- Insure Yourself Optimally – For insurance companies, a Couple is considered a safer bet than an individual. When it comes to insurance, your objective should be to safeguard your dependents from financial losses in case of any unfortunate event. That being said, it is important to buy an optimal life insurance cover based on your Human Life Value* – a prudent/scientific approach—rather than deciding on it arbitrarily. Similarly, in times when healthcare costs are skyrocketing, having an optimal health insurance cover is a must. If you are hospitalised and do not possess health insurance or have a sub-optimal health insurance cover, it could drain you financially.
In the 60 days following your marriage, you have the option to add your spouse to your health insurance plan. This is a no-brainer in some cases. For instance, one partner might have great coverage through the employer while the other does not. Moreover, insurers generally charge less for a single policy covering two people than they do for two separate policies. If you both have insurance before marriage, you should compare plans and sign up together for the better deal. You’ll also get far better rates on long-term care insurance as a married couple.
*Human Life Value (HLV) — the monetary value of a human life, measured by determining the net present value of benefits that others (the decedent’s spouse, dependents, partners, employers) might reasonably expect to receive from the future efforts of the individual whose life is being valued.
Did you Know that you could Secure Your Wife’s Future with the Married Women’s Property Act of 1874 (MWP Act)?
What is a term insurance under the MWP Act?
“A policy of insurance effected by any married man on his own life and expressed on the face of it to be for the benefit of his wife, or of his wife and children, or any of them, shall ensure and be deemed to be a trust for the benefit of his wife, or of his wife and children, or any of them according to the interests so expressed, and shall not, so long as any object of the trust remains, be subject to the control of the husband, or to his creditors, or form part of his estate.”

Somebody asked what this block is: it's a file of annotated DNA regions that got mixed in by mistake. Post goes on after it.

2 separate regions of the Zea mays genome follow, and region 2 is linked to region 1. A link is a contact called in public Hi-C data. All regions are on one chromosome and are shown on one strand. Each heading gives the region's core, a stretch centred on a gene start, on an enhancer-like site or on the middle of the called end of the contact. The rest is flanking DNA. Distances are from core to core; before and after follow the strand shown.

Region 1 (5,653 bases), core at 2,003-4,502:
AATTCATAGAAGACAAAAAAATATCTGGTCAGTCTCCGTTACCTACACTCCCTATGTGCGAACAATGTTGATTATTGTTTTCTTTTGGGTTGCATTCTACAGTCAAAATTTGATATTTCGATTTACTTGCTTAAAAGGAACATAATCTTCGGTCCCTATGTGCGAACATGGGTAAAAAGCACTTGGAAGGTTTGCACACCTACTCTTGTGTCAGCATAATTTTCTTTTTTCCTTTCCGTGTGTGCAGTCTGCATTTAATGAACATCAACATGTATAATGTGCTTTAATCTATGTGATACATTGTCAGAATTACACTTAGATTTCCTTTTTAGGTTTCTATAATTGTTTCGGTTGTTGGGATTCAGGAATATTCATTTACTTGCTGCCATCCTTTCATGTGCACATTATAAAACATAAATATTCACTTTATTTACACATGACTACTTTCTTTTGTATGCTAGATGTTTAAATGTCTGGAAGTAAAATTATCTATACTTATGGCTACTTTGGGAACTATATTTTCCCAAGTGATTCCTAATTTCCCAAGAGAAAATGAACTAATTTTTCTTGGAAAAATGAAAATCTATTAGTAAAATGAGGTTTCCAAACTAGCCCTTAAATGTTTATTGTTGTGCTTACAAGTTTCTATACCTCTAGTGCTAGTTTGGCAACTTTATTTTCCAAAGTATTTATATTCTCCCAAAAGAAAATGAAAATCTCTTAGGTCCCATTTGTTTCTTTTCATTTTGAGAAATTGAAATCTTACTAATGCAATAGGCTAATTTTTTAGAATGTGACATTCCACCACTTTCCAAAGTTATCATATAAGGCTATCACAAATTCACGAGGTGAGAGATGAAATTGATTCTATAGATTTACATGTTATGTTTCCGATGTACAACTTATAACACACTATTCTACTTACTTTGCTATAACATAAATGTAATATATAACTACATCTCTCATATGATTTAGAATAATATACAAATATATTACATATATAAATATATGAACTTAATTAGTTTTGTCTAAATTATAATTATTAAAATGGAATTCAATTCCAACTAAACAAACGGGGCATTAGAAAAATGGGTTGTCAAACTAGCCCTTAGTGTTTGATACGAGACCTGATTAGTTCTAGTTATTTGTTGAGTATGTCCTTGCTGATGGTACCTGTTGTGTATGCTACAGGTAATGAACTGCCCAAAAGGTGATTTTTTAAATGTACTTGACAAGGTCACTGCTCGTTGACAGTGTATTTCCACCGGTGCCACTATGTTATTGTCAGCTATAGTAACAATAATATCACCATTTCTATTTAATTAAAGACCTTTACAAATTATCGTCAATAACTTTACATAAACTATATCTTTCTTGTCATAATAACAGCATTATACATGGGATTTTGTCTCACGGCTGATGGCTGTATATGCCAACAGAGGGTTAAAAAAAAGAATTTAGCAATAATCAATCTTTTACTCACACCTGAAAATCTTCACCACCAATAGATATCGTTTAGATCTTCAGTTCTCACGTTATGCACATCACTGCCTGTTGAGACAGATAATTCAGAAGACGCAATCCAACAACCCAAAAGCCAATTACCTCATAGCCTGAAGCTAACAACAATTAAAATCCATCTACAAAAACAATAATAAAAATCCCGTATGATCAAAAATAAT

Once a policy is availed under the MWP Act, it cannot be attached by courts for repayment of your debts. Only your wife and children will be entitled to the sum assured in the event of your demise.
For example, if you are a salaried person with a home/ personal loan or the owner of a business and have accumulated debts, your creditors will have first claim on your policy proceeds in the event of your death. Whereas, when you buy term insurance under the MWP Act, your wife and/or child(ren) will be the only ones who will have access to the claim amount – enabling you to secure their financial future.
You can avail this plan by simply answering “Yes” to the question “I would like to buy this policy under the Married Women’s Property Act (1874)”. Enter the beneficiary and trustee details e.g. the beneficiary name, relationship, date of birth and benefit share (in %). You can only choose your wife/child/children as beneficiaries. You are allowed to add multiple beneficiaries.
- Update your Will and other Legal Documents – It is critical to update all legal documents securing the financial future of your spouse in your absence. You sure want to avoid financial stress in times of emotional strain. Go through all your legal documents and incorporate your spouse’s name in them. Well, who said marriage was just about two People. marry your Finances too.
Remember that a change in relationship status has a bearing on your personal finances and the way you manage your hard-earned money. Keep a check on excessive splurges, monitor your spending habits, take control of your personal finances, and safeguard your financial future.
Talk about money often. It should be a routine part of your relationship, not a point of pride for one person or another.
An aligned spreadsheet will lead to a happier marriage.